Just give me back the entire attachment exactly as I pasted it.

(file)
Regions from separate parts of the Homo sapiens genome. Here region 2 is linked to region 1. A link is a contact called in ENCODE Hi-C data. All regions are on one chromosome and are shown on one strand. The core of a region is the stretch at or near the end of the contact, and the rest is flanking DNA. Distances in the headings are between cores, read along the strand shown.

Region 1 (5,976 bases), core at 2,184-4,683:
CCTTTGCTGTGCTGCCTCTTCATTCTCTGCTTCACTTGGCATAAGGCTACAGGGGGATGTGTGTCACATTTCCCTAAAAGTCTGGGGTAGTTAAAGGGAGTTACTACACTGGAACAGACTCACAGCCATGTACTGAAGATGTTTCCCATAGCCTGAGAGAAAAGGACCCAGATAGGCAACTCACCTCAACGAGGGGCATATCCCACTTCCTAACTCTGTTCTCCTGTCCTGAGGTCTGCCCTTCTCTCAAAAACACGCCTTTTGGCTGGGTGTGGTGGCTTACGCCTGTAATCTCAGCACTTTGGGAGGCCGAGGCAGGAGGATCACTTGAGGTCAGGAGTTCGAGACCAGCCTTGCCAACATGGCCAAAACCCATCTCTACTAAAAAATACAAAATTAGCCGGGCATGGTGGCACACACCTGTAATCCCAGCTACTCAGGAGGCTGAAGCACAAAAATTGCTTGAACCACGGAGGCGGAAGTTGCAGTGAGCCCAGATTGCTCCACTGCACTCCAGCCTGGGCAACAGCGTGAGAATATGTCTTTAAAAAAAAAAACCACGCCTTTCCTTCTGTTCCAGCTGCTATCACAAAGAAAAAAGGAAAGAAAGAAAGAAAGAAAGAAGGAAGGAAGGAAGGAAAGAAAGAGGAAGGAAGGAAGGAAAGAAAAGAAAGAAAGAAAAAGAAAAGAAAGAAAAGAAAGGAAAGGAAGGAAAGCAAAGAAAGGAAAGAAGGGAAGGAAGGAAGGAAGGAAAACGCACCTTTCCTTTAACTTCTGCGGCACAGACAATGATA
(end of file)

Regions from separate parts of the Homo sapiens genome. Here region 2 is linked to region 1. A link is a contact called in ENCODE Hi-C data. All regions are on one chromosome and are shown on one strand. The core of a region is the stretch at or near the end of the contact, and the rest is flanking DNA. Distances in the headings are between cores, read along the strand shown.

Region 1 (5,976 bases), core at 2,184-4,683:
CCTTTGCTGTGCTGCCTCTTCATTCTCTGCTTCACTTGGCATAAGGCTACAGGGGGATGTGTGTCACATTTCCCTAAAAGTCTGGGGTAGTTAAAGGGAGTTACTACACTGGAACAGACTCACAGCCATGTACTGAAGATGTTTCCCATAGCCTGAGAGAAAAGGACCCAGATAGGCAACTCACCTCAACGAGGGGCATATCCCACTTCCTAACTCTGTTCTCCTGTCCTGAGGTCTGCCCTTCTCTCAAAAACACGCCTTTTGGCTGGGTGTGGTGGCTTACGCCTGTAATCTCAGCACTTTGGGAGGCCGAGGCAGGAGGATCACTTGAGGTCAGGAGTTCGAGACCAGCCTTGCCAACATGGCCAAAACCCATCTCTACTAAAAAATACAAAATTAGCCGGGCATGGTGGCACACACCTGTAATCCCAGCTACTCAGGAGGCTGAAGCACAAAAATTGCTTGAACCACGGAGGCGGAAGTTGCAGTGAGCCCAGATTGCTCCACTGCACTCCAGCCTGGGCAACAGCGTGAGAATATGTCTTTAAAAAAAAAAACCACGCCTTTCCTTCTGTTCCAGCTGCTATCACAAAGAAAAAAGGAAAGAAAGAAAGAAAGAAAGAAGGAAGGAAGGAAGGAAAGAAAGAGGAAGGAAGGAAGGAAAGAAAAGAAAGAAAGAAAAAGAAAAGAAAGAAAAGAAAGGAAAGGAAGGAAAGCAAAGAAAGGAAAGAAGGGAAGGAAGGAAGGAAGGAAAACGCACCTTTCCTTTAACTTCTGCGGCACAGACAATGATA